Three Very Difficult Stains
Fiber-Seal Service Centers see all types of stains and soils in the process of helping our customers care for their floor coverings and above-the-floor fabrics. We run into unusual problems from time to time, but for the purpose of this article, we have chosen to discuss three very common (and very difficult) stains: pet urine, coffee and ink.
Note: This article will focus on the nature of these staining materials, describing why these stains are considered more difficult than most. We will not describe specific removal methods since in most cases removal of these stains should be left to the professionals.
Urine is one of the most difficult stains encountered in interior environments. The yellow compounds in the urine tend to act as dyes. They attach to the dye sites of a wide variety of fibers with surprising tenacity.
Fresh urine stains are slightly acidic. As the urine ages, it begins to break down into other chemicals, including ammonia. Ammonia readily combines with water vapor from the air to form ammonium hydroxide, a very alkaline substance. This alkalinity can create dye bleeding and fiber damage, especially on wool fibers.
Another aspect that needs to be considered is the volume of the stain. While it may look to be a small urine stain on the surface of a carpet or rug, it is likely to be 3 to 4 times the size underneath in the backing and padding. In many cases the urine can penetrate all the way to the sub-flooring, making removal even more complicated.
The bottom line is to remove as much as possible as soon as possible. Professionals should be consulted for help with pet stains, since they have the resources to confront most of the associated problems. However unless the pet is restricted or house-trained properly, the problems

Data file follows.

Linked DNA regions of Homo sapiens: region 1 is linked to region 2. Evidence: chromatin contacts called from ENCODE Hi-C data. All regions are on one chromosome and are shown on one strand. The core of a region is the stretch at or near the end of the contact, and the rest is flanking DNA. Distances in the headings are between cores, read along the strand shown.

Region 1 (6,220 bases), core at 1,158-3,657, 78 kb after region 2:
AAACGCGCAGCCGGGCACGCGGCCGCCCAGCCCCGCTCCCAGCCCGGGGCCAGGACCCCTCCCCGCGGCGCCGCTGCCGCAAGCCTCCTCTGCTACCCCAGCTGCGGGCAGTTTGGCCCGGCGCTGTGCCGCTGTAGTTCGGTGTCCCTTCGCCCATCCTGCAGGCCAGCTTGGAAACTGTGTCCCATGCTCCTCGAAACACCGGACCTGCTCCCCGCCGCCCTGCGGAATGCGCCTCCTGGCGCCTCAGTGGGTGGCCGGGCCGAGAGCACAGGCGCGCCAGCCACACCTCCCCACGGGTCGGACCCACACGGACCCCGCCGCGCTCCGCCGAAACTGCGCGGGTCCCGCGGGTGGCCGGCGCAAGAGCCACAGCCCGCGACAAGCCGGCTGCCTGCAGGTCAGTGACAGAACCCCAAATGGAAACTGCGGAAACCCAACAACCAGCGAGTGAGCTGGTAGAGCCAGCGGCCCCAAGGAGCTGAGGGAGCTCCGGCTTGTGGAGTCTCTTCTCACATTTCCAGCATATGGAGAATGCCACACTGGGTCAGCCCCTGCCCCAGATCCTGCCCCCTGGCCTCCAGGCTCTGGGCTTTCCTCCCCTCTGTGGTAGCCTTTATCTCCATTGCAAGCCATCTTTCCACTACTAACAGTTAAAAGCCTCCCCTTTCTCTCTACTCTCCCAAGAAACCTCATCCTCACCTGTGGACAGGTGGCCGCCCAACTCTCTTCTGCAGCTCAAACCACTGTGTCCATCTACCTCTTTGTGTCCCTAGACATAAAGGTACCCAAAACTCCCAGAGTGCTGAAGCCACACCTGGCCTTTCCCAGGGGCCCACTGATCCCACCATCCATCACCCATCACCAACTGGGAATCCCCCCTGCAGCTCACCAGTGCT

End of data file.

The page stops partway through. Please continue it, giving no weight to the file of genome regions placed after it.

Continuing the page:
will continue to get worse, eventually causing irreversible damage.
Many years ago, coffee was used as a dye. In addition to being an excellent dye-type substance, coffee is often hot when it is spilled. Heat opens up dye sites on fibers and allows a deeper, more rapid attachment of the coffee.
Complicating matters are the wide array of coffees and the chemicals (sweeteners, cream, etc.) that are sometimes added. Combined these with the wide array of fibers and fabrics and you have a recipe for problems.
Timely blotting of spills is beneficial, but not always enough. Neutral or slightly acidic detergents can go a long way in helping to remove coffee. Professionals have access to industrial strength detergents, but even these cannot always remove the last traces of the coffee. On some sensitive fabrics, complete success may be impossible.
There are, of course, dozens of different types of ink. Some are water-based and many are solvent-based. There is one common factor: most inks are intended to be somewhat permanent. Also, the larger the ink stain, the more difficult is the removal.
The misguided swipe of a pen is not the worst thing that can happen to a fabric. With a little professional care, this type of stain can often be removed even from delicate fabrics. Most of the real problems come from a broken pen that has seeped into a cushion or floor covering or a heavy-handed child that didn’t know it was not okay to write on fabric. Removal attempts can often lead to the spreading of the ink, or what we call the “blossoming” of the ink. The untrained professional can take what appears to be a small ink spot and turn it into a sea of blue.
Fiber type is also a factor, as it is with most spot removal techniques. Professionals should only handle ink spots. Many home remedies (hair spray or milk) that seem harmless can create more problems or damaging effects.
Some inks spots may never be 100% correctable because of the ink type, fabric type, or sheer quantity of ink. The professional knows when to stop trying.
Focusing on the care of high-end interior furnishings, including plush floor coverings, Fiber-Seal Service Centers have seen their share of unexplained pile reversal complaints over the years. While we do not claim to be able to correct these problems, we continue to document them for further study.